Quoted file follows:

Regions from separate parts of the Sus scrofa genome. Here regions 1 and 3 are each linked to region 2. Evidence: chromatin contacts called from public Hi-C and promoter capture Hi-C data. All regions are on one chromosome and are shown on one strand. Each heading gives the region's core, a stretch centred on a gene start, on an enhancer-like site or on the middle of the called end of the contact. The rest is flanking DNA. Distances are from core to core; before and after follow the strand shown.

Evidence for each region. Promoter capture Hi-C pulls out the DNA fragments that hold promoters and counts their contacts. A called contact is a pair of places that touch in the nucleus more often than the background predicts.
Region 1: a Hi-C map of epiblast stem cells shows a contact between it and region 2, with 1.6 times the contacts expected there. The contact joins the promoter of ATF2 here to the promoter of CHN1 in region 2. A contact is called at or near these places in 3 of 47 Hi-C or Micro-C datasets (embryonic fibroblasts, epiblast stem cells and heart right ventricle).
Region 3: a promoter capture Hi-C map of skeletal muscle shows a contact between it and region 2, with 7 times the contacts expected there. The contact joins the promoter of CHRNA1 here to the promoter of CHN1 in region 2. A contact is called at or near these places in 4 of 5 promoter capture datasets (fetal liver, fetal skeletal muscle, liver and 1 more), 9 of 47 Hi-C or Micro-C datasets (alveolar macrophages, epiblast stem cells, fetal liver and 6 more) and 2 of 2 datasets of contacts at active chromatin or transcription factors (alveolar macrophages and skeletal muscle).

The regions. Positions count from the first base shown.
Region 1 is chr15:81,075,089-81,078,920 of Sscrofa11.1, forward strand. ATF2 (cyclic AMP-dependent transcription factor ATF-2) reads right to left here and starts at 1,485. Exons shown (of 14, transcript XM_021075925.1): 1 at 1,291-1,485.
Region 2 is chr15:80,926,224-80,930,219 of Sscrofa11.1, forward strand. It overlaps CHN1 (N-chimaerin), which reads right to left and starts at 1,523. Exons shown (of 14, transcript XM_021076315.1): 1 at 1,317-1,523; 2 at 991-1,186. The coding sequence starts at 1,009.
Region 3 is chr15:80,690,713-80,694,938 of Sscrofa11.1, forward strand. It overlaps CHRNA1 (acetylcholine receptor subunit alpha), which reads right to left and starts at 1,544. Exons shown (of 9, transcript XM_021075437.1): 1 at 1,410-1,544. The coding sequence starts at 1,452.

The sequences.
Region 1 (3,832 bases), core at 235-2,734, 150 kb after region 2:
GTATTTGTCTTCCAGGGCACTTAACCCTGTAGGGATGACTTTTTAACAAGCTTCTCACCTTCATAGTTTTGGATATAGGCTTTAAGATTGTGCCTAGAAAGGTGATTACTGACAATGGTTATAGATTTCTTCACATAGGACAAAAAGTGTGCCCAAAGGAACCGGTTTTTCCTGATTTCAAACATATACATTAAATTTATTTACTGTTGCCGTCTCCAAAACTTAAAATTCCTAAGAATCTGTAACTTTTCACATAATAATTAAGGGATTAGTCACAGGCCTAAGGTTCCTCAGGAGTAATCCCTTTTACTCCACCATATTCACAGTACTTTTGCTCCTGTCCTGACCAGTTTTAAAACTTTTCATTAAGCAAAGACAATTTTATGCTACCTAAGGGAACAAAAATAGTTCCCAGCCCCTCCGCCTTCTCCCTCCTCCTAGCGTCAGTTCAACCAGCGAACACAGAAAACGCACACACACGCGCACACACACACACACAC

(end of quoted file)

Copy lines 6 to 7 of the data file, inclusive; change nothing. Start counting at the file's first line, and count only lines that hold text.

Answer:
Region 1 is chr15:81,075,089-81,078,920 of Sscrofa11.1, forward strand. ATF2 (cyclic AMP-dependent transcription factor ATF-2) reads right to left here and starts at 1,485. Exons shown (of 14, transcript XM_021075925.1): 1 at 1,291-1,485.
Region 2 is chr15:80,926,224-80,930,219 of Sscrofa11.1, forward strand. It overlaps CHN1 (N-chimaerin), which reads right to left and starts at 1,523. Exons shown (of 14, transcript XM_021076315.1): 1 at 1,317-1,523; 2 at 991-1,186. The coding sequence starts at 1,009.